Where to Begin?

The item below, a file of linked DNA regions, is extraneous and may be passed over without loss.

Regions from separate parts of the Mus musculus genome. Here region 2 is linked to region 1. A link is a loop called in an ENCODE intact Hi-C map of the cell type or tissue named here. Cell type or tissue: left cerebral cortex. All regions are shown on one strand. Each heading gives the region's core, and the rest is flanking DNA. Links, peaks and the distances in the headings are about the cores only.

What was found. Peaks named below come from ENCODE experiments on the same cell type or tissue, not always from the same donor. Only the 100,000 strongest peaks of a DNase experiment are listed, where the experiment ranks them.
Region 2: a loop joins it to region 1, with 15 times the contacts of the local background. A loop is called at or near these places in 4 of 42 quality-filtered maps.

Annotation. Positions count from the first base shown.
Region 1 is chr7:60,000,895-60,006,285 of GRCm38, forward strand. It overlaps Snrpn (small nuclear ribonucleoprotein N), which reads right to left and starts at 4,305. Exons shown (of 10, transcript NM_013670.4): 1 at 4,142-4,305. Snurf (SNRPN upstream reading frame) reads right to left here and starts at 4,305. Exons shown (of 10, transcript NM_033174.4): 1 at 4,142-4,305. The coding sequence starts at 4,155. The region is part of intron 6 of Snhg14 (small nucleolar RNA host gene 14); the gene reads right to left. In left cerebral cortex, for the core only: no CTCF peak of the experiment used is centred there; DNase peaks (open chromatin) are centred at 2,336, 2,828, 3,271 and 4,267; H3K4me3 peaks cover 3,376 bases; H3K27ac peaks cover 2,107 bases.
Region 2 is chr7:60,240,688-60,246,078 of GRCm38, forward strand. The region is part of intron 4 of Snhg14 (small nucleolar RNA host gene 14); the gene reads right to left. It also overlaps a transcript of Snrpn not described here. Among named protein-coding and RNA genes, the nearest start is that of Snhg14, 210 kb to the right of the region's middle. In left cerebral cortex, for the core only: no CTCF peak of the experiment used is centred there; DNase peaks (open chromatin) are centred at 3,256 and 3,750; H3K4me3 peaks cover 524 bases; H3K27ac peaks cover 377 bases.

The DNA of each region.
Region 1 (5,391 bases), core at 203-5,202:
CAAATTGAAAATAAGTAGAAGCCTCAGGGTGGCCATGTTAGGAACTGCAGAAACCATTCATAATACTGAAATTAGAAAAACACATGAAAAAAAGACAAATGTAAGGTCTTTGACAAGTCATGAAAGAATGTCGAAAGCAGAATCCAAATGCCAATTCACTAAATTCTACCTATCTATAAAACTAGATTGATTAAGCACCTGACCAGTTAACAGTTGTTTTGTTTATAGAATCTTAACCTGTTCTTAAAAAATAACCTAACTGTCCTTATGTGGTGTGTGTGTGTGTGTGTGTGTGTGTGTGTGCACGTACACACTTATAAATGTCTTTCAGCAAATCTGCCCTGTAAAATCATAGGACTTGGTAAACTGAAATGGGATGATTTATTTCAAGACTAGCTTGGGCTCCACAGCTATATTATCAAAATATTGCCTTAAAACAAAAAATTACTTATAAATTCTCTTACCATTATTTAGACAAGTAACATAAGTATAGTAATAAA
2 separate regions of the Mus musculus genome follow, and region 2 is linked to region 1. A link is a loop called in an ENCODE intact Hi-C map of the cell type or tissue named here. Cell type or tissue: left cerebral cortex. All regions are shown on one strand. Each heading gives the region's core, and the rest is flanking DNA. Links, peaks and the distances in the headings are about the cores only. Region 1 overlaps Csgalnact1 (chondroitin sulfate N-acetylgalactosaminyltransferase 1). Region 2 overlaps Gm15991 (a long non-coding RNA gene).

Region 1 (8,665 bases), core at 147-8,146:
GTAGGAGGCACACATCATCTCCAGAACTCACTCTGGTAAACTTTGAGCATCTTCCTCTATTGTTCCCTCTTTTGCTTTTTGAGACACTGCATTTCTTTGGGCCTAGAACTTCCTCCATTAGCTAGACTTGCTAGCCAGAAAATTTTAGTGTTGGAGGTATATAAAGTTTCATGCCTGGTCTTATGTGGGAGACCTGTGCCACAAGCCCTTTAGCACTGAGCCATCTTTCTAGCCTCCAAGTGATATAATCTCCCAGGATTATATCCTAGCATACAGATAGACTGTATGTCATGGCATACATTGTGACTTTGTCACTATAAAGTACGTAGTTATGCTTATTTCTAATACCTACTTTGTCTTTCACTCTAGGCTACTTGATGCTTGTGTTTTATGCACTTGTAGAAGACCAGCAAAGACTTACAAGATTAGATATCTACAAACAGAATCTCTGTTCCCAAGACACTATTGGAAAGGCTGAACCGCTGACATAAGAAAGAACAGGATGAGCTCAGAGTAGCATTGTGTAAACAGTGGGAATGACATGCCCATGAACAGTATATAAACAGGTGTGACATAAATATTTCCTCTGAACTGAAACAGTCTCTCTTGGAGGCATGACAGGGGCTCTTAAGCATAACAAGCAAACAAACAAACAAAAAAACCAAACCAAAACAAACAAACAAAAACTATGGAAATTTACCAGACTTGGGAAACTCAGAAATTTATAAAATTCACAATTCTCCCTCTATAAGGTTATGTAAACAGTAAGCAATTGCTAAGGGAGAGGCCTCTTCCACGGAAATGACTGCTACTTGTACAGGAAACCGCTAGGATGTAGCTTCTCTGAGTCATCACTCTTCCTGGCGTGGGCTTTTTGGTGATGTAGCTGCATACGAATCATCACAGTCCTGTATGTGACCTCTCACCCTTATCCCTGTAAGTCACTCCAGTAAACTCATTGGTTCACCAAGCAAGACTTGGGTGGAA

But in the night of thick darkness enveloping the earliest antiquity, so remote from ourselves, there shines the eternal and never failing light of a truth beyond all question: that the world of civil society has certainly been made by men, and that its principles are therefore to be found within the modifications of our own human mind. Whoever reflects on this cannot but marvel that the philosophers should have bent all their energies to the study of the world of nature, which, since God made it, He alone knows; and that they should have neglected the study of the world of nations, or civil world, which, since men had made it, men could come to know. This aberration was a consequence of that infirmity of the human mind by which, immersed and buried in the body, it naturally inclines to take notice of bodily things, and finds the effort to attend to itself too laborious; just as the bodily eye sees all objects outside itself but needs a mirror to see itself. — Giambattista Vico, The New Science

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